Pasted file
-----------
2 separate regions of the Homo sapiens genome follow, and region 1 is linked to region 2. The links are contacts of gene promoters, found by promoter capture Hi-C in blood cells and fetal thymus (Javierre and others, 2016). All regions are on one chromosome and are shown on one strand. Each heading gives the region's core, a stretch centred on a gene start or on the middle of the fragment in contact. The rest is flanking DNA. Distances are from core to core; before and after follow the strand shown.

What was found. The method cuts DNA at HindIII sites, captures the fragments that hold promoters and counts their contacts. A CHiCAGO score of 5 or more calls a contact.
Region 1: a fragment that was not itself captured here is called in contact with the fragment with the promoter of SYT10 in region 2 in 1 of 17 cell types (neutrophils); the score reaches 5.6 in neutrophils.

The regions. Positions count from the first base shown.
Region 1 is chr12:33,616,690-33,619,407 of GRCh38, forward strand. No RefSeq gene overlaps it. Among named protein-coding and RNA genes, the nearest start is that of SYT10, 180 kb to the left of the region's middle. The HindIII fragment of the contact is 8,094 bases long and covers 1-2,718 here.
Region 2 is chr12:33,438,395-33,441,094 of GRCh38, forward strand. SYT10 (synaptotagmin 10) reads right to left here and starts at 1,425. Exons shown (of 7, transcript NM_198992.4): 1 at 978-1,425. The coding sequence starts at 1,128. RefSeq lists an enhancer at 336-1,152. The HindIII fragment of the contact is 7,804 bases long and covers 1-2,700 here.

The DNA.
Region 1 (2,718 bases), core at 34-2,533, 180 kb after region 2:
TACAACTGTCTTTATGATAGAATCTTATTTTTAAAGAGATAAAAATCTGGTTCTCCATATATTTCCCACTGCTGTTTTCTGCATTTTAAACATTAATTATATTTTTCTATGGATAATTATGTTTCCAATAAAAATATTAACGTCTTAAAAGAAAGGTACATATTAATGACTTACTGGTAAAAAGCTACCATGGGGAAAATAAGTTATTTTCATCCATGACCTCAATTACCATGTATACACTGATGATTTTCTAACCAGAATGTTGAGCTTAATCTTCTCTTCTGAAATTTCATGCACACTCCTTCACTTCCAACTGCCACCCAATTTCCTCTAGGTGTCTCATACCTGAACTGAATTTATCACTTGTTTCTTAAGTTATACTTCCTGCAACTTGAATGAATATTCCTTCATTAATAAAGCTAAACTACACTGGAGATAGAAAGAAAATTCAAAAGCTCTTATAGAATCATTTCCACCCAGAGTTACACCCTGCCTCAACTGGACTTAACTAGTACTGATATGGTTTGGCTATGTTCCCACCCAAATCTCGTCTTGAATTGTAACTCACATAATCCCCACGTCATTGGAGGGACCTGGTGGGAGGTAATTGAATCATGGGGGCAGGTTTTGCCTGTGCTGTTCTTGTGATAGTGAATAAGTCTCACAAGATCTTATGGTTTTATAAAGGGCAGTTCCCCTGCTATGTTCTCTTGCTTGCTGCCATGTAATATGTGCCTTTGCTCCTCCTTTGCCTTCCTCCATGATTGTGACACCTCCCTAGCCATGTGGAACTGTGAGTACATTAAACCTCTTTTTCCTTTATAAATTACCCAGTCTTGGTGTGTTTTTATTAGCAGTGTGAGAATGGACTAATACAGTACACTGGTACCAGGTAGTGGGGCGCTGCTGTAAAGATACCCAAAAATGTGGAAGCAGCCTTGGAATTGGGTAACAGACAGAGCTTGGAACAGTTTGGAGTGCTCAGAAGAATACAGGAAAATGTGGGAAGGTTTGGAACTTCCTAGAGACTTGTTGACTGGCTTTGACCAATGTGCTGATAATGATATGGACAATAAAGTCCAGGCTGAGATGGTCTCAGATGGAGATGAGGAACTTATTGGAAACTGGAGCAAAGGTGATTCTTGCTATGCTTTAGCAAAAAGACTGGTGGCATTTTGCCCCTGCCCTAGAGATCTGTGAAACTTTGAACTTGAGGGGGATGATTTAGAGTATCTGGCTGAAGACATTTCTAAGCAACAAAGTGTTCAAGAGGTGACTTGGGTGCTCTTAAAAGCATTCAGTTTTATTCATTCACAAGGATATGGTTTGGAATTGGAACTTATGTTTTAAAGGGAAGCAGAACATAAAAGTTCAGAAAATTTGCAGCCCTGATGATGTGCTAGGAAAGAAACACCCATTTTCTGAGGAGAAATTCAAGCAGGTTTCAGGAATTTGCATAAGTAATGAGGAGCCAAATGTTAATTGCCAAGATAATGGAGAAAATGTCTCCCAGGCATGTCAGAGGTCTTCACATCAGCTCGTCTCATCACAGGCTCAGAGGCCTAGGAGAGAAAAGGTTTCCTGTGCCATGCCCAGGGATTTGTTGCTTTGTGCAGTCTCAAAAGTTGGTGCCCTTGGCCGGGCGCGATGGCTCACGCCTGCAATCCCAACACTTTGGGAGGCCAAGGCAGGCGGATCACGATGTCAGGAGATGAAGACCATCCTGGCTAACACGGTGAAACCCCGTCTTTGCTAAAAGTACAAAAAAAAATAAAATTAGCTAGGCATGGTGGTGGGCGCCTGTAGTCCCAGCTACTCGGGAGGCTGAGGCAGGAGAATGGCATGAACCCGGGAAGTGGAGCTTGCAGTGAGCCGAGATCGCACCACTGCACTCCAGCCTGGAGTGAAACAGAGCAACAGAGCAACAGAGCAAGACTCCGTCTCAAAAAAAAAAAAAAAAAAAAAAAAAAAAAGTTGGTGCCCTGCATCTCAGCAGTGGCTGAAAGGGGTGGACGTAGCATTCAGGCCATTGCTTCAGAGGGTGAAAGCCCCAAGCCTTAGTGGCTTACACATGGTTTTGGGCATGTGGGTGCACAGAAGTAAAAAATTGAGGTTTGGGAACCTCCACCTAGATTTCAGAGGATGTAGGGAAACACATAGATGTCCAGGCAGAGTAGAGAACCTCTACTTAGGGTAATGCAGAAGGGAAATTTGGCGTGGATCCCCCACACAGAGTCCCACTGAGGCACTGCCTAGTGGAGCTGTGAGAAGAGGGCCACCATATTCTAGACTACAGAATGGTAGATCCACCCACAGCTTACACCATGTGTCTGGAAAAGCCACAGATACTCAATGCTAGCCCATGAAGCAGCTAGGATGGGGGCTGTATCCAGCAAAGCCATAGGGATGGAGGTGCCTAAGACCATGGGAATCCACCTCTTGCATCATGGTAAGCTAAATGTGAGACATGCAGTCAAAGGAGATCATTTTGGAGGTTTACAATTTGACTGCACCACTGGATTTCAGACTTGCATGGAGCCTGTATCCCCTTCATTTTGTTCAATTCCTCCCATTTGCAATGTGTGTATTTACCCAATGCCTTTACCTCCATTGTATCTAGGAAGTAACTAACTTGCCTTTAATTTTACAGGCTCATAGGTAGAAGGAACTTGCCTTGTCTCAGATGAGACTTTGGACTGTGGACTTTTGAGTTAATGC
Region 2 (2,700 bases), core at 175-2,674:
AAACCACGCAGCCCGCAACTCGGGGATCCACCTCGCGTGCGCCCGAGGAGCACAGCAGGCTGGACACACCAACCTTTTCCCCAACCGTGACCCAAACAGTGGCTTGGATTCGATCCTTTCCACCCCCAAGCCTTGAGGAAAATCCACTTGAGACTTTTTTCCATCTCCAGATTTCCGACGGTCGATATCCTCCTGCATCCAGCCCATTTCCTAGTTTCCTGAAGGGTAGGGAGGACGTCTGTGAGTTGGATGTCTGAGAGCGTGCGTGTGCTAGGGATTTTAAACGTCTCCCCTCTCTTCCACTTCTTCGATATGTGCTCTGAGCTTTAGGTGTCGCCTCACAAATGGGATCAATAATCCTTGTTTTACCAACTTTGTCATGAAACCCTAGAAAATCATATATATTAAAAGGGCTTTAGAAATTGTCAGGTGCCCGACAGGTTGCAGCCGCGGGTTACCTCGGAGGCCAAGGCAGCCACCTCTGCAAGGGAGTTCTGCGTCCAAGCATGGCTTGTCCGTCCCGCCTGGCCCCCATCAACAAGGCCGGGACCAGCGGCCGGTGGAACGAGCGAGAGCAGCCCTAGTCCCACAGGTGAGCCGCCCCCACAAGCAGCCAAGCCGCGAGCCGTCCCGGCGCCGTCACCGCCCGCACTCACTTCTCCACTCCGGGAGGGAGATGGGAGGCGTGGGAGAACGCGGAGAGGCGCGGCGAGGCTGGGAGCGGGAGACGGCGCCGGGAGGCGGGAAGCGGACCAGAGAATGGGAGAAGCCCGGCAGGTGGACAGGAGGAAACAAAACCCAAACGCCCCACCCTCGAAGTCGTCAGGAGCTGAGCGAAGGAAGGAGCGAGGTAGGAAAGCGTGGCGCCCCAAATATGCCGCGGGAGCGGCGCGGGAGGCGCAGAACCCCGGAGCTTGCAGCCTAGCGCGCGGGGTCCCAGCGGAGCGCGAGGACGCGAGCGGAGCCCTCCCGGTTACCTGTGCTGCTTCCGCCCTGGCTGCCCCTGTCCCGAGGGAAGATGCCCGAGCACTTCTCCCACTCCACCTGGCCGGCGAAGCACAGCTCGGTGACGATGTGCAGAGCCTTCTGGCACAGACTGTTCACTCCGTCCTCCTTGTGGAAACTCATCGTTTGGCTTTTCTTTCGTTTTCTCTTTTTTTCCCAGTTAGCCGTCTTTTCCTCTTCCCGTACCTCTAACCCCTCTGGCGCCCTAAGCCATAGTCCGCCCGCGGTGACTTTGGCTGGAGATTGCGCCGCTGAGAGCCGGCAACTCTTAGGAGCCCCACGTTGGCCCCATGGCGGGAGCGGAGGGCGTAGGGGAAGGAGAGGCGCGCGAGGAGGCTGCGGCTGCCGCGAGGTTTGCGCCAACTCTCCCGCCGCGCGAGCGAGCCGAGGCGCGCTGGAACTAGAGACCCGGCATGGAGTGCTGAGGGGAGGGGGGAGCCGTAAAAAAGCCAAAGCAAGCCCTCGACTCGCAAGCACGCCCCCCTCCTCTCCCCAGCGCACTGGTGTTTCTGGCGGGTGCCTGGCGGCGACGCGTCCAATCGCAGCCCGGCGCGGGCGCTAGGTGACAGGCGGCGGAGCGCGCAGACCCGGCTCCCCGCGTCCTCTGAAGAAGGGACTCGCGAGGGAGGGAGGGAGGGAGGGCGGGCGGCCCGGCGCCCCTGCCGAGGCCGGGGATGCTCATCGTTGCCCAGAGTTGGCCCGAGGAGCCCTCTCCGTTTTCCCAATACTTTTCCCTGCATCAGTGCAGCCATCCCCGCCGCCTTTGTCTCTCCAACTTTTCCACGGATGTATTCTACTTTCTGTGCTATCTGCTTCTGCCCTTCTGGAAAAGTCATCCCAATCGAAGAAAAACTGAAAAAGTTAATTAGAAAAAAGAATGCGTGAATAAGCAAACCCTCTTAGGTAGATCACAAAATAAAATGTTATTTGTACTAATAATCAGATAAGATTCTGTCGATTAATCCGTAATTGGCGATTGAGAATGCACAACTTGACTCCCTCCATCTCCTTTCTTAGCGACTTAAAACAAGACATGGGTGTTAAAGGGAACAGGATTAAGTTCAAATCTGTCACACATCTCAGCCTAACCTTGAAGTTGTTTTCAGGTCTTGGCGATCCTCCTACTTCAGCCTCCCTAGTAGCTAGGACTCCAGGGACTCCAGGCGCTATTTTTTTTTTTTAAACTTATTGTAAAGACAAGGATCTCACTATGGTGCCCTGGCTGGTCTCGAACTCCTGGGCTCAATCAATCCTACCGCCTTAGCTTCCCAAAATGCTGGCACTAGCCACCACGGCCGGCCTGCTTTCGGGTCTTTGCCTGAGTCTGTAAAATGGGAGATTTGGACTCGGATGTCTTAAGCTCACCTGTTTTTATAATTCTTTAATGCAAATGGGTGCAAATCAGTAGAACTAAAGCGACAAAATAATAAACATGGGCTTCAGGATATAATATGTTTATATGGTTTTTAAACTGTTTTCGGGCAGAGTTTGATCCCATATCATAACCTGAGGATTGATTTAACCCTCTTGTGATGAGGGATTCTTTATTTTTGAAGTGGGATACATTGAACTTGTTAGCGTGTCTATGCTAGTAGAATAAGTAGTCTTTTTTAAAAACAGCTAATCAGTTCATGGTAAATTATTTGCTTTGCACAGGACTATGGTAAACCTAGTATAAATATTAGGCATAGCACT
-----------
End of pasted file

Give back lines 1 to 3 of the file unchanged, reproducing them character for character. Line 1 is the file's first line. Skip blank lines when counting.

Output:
2 separate regions of the Homo sapiens genome follow, and region 1 is linked to region 2. The links are contacts of gene promoters, found by promoter capture Hi-C in blood cells and fetal thymus (Javierre and others, 2016). All regions are on one chromosome and are shown on one strand. Each heading gives the region's core, a stretch centred on a gene start or on the middle of the fragment in contact. The rest is flanking DNA. Distances are from core to core; before and after follow the strand shown.

What was found. The method cuts DNA at HindIII sites, captures the fragments that hold promoters and counts their contacts. A CHiCAGO score of 5 or more calls a contact.
Region 1: a fragment that was not itself captured here is called in contact with the fragment with the promoter of SYT10 in region 2 in 1 of 17 cell types (neutrophils); the score reaches 5.6 in neutrophils.